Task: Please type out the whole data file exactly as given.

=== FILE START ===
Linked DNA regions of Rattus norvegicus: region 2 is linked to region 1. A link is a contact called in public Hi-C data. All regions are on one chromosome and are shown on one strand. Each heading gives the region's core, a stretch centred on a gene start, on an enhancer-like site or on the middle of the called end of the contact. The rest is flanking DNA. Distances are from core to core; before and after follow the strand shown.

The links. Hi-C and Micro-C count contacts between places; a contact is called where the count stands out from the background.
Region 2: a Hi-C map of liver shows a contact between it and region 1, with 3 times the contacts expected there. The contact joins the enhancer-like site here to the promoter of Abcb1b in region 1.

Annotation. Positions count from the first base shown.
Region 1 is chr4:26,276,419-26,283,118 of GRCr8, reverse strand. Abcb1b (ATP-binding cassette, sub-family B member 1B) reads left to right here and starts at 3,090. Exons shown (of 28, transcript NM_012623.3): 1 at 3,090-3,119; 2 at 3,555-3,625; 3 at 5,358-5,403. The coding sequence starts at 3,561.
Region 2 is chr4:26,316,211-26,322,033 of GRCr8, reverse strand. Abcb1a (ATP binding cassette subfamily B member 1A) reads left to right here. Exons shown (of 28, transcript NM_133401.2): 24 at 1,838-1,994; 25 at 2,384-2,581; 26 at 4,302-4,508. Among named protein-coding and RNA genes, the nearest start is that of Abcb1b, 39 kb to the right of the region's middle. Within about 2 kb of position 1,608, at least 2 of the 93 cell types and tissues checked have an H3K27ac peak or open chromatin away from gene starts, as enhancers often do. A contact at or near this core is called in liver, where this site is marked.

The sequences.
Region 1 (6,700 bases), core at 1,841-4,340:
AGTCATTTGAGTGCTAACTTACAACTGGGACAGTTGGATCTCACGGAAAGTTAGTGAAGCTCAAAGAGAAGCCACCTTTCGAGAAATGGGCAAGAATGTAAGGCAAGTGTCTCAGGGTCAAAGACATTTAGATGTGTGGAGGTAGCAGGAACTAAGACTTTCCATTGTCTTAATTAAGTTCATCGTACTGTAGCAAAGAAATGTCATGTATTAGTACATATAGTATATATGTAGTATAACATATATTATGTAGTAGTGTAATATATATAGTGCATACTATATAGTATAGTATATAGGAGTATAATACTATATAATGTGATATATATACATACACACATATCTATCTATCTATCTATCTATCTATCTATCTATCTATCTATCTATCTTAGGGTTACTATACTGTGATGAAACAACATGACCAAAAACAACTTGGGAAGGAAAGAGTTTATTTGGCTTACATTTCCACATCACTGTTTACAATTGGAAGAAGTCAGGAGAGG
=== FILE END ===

Linked DNA regions of Rattus norvegicus: region 2 is linked to region 1. A link is a contact called in public Hi-C data. All regions are on one chromosome and are shown on one strand. Each heading gives the region's core, a stretch centred on a gene start, on an enhancer-like site or on the middle of the called end of the contact. The rest is flanking DNA. Distances are from core to core; before and after follow the strand shown.

The links. Hi-C and Micro-C count contacts between places; a contact is called where the count stands out from the background.
Region 2: a Hi-C map of liver shows a contact between it and region 1, with 3 times the contacts expected there. The contact joins the enhancer-like site here to the promoter of Abcb1b in region 1.

Annotation. Positions count from the first base shown.
Region 1 is chr4:26,276,419-26,283,118 of GRCr8, reverse strand. Abcb1b (ATP-binding cassette, sub-family B member 1B) reads left to right here and starts at 3,090. Exons shown (of 28, transcript NM_012623.3): 1 at 3,090-3,119; 2 at 3,555-3,625; 3 at 5,358-5,403. The coding sequence starts at 3,561.
Region 2 is chr4:26,316,211-26,322,033 of GRCr8, reverse strand. Abcb1a (ATP binding cassette subfamily B member 1A) reads left to right here. Exons shown (of 28, transcript NM_133401.2): 24 at 1,838-1,994; 25 at 2,384-2,581; 26 at 4,302-4,508. Among named protein-coding and RNA genes, the nearest start is that of Abcb1b, 39 kb to the right of the region's middle. Within about 2 kb of position 1,608, at least 2 of the 93 cell types and tissues checked have an H3K27ac peak or open chromatin away from gene starts, as enhancers often do. A contact at or near this core is called in liver, where this site is marked.

The sequences.
Region 1 (6,700 bases), core at 1,841-4,340:
AGTCATTTGAGTGCTAACTTACAACTGGGACAGTTGGATCTCACGGAAAGTTAGTGAAGCTCAAAGAGAAGCCACCTTTCGAGAAATGGGCAAGAATGTAAGGCAAGTGTCTCAGGGTCAAAGACATTTAGATGTGTGGAGGTAGCAGGAACTAAGACTTTCCATTGTCTTAATTAAGTTCATCGTACTGTAGCAAAGAAATGTCATGTATTAGTACATATAGTATATATGTAGTATAACATATATTATGTAGTAGTGTAATATATATAGTGCATACTATATAGTATAGTATATAGGAGTATAATACTATATAATGTGATATATATACATACACACATATCTATCTATCTATCTATCTATCTATCTATCTATCTATCTATCTATCTTAGGGTTACTATACTGTGATGAAACAACATGACCAAAAACAACTTGGGAAGGAAAGAGTTTATTTGGCTTACATTTCCACATCACTGTTTACAATTGGAAGAAGTCAGGAGAGG